This important family occupied a large part of the great interior basin of the United States. Upon the north Shoshonean tribes extended far into Oregon, meeting Shahaptian territory on about the forty-fourth parallel or along the Blue Mountains. Upon the northeast the eastern limits of the pristine habitat of the Shoshonean tribes are unknown. The narrative of Lewis and Clarke79 contains the explicit statement that the Shoshoni bands encountered upon the Jefferson River, whose summer home was upon the head waters of the Columbia, formerly lived within their own recollection in the plains to the east of the Rocky Mountains, whence they were driven to their mountain retreats by the Minnetaree (Atsina), who had obtained firearms. Their former habitat thus given is indicated upon the map, although the eastern limit is of course quite indeterminate. Very likely much of the area occupied by the Atsina was formerly Shoshonean territory. Later a division of the Bannock held the finest portion of southwestern Montana,80 whence apparently they were being pushed westward across the mountains by Blackfeet.81 Upon the east the Tukuarika or Sheepeaters held the Yellowstone Park country, where they were bordered by Siouan territory, while the Washaki occupied southwestern Wyoming. Nearly the entire mountainous part of Colorado was held by the several bands of the Ute, the eastern and southeastern parts of the State being held respectively by the Arapaho and Cheyenne (Algonquian), and the Kaiowe (Kiowan). To the southeast the Ute country included the northern drainage of the San Juan, extending farther east a short distance into New Mexico. The Comanche division of the family extended farther east than any other. According to Crow tradition the Comanche formerly lived northward in the Snake River region. Omaha tradition avers that the Comanche were on the Middle Loup River, probably within the present century. Bourgemont found a Comanche tribe on the upper Kansas River in 1724.82 According to Pike the Comanche territory bordered the Kaiowe on the north, the former occupying the head waters of the upper Red River, Arkansas, and Rio Grande.83 How far to the southward Shoshonean tribes extended at this early period is not known, though the evidence tends to show that they raided far down into Texas to the territory they have occupied in more recent years, viz, the extensive plains from the Rocky Mountains eastward into Indian Territory and Texas to about 97°. Upon the south Shoshonean territory was limited generally by the Colorado River. The Chemehuevi lived on both banks of the river between the Mohave on the north and the Cuchan on the south, above and below Bill Williams Fork.84 The Kwaiantikwoket also lived to the east of the river in Arizona about Navajo Mountain, while the Tusayan (Moki) had established their seven pueblos, including one founded by people of Tañoan stock, to the east of the Colorado Chiquito. In the southwest Shoshonean tribes had pushed across California, occupying a wide band of country to the Pacific. In their extension northward they had reached as far as Tulare Lake, from which territory apparently they had dispossessed the Mariposan tribes, leaving a small remnant of that linguistic family near Fort Tejon.85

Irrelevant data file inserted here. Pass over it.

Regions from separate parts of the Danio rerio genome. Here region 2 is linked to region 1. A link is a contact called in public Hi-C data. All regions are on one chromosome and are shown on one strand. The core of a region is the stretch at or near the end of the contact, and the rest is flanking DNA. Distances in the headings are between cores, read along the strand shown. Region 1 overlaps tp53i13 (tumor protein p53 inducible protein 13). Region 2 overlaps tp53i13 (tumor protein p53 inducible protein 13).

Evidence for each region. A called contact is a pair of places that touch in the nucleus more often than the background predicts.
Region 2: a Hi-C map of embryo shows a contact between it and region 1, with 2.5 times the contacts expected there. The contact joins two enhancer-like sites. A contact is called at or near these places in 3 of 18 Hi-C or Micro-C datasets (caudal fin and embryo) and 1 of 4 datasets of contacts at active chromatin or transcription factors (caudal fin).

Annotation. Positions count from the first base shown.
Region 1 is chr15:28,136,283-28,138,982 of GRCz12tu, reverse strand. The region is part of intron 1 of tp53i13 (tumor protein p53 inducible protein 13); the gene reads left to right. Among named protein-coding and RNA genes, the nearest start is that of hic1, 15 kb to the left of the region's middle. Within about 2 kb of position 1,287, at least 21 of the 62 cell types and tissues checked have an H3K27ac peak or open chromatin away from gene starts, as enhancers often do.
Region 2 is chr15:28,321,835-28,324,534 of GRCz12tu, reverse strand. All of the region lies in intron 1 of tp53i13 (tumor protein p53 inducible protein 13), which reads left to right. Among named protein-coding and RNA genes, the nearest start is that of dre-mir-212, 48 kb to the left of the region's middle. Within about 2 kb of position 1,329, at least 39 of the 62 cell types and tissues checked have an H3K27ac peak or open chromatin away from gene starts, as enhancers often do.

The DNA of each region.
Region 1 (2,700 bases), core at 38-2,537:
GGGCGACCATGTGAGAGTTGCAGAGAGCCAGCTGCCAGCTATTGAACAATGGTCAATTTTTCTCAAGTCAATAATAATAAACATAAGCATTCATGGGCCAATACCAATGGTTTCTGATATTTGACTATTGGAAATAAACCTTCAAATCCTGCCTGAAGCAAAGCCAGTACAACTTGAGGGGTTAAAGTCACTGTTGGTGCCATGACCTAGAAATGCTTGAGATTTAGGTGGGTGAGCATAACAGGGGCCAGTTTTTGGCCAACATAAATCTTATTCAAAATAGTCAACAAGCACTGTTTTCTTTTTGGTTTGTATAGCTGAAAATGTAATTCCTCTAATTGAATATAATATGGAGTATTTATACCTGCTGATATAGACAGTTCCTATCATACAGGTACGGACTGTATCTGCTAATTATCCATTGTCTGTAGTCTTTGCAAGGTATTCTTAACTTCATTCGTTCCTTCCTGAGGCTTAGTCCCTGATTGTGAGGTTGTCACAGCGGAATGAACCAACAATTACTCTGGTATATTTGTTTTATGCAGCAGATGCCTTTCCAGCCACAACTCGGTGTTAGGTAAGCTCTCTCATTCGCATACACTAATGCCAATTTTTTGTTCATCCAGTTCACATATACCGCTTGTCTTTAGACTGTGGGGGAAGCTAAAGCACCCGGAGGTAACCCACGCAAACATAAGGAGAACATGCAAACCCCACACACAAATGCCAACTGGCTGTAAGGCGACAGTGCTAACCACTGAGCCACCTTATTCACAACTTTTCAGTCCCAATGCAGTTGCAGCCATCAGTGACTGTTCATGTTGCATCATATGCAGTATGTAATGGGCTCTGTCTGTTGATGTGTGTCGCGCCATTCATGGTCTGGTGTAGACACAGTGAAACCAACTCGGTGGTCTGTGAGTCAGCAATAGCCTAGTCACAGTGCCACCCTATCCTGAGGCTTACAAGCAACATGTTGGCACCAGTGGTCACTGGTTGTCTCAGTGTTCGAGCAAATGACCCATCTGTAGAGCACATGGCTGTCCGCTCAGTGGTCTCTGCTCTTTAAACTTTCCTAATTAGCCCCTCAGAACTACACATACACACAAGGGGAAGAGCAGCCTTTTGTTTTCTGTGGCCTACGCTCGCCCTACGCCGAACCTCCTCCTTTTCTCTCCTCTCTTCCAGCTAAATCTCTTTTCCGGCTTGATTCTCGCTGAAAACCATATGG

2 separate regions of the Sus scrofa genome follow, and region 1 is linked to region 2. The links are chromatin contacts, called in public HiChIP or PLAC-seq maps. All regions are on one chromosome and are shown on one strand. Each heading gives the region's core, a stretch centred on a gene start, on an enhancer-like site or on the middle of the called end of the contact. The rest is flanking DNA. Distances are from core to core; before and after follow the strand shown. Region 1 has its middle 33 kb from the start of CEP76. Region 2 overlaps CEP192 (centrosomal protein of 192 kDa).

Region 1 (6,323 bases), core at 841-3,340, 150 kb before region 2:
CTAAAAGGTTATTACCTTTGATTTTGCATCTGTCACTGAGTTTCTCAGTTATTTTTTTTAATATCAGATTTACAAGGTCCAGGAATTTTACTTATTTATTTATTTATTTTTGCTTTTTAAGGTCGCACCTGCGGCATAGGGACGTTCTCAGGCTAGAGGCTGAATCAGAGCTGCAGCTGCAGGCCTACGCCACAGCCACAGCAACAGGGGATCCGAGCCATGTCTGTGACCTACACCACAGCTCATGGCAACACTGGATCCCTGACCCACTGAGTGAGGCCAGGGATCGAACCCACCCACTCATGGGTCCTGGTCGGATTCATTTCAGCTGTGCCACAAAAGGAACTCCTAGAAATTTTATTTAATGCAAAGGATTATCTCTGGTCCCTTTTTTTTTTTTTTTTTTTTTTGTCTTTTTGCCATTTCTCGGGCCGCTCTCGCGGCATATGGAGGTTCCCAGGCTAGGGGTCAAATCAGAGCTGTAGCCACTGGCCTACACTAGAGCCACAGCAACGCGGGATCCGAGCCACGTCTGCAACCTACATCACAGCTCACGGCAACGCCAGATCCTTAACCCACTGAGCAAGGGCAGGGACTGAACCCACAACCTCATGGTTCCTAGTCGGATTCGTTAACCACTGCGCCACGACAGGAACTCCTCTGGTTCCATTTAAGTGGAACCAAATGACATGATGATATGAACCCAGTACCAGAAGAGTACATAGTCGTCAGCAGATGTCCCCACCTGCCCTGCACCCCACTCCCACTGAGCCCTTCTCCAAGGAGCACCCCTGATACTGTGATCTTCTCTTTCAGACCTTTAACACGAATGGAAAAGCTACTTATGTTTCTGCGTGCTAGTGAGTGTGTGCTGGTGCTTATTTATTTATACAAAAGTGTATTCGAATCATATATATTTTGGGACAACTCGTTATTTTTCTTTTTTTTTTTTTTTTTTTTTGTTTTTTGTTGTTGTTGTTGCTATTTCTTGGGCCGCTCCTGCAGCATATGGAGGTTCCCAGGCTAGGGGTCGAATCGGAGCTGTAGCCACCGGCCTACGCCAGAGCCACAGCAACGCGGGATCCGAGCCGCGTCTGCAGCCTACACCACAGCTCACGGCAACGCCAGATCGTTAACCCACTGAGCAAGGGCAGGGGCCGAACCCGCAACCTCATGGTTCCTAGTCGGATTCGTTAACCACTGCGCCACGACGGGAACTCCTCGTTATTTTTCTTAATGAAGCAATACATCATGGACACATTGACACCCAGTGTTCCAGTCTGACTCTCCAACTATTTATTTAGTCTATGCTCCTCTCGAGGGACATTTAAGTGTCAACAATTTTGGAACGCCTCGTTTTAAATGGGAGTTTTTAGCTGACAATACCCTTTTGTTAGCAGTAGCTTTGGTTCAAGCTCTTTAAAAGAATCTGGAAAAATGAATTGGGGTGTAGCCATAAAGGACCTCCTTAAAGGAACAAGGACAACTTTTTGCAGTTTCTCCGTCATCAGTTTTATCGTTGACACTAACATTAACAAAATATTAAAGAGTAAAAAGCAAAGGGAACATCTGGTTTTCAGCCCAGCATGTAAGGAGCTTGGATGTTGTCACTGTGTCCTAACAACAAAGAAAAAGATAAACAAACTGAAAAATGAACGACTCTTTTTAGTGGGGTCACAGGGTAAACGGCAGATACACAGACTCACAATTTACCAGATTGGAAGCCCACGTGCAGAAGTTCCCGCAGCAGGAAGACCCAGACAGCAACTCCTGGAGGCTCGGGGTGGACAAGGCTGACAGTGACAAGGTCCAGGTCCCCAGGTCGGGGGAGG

A little farther north they had crossed the Sierras and occupied the heads of San Joaquin and Kings Rivers. Northward they occupied nearly the whole of Nevada, being limited on the west by the Sierra Nevada. The entire southeastern part of Oregon was occupied by tribes of Shoshoni extraction.

Principal Tribes and Population

Bannock, 514 on Fort Hall Reservation and 75 on the Lemhi Reservation, Idaho.

Chemehuevi, about 202 attached to the Colorado River Agency, Arizona.

Comanche, 1,598 on the Kiowa, Comanche and Wichita Reservation, Indian Territory.

Gosiute, 256 in Utah at large.

Pai Ute, about 2,300 scattered in southeastern California and southwestern Nevada.

Paviotso, about 3,000 scattered in western Nevada and southern Oregon.

Saidyuka, 145 under Klamath Agency.

Shoshoni, 979 under Fort Hall Agency and 249 at the Lemhi Agency.

Tobikhar, about 2,200, under the Mission Agency, California.

Tukuarika, or Sheepeaters, 108 at Lemhi Agency.

Tusayan (Moki), 1,996 (census of 1890).

Ute, 2,839 distributed as follows: 985 under Southern Ute Agency, Colorado; 1,021 on Ouray Reserve, Utah; 833 on Uintah Reserve, Utah.

Indian Linguistic Families of America North of Mexico, 1891

Linguistic Families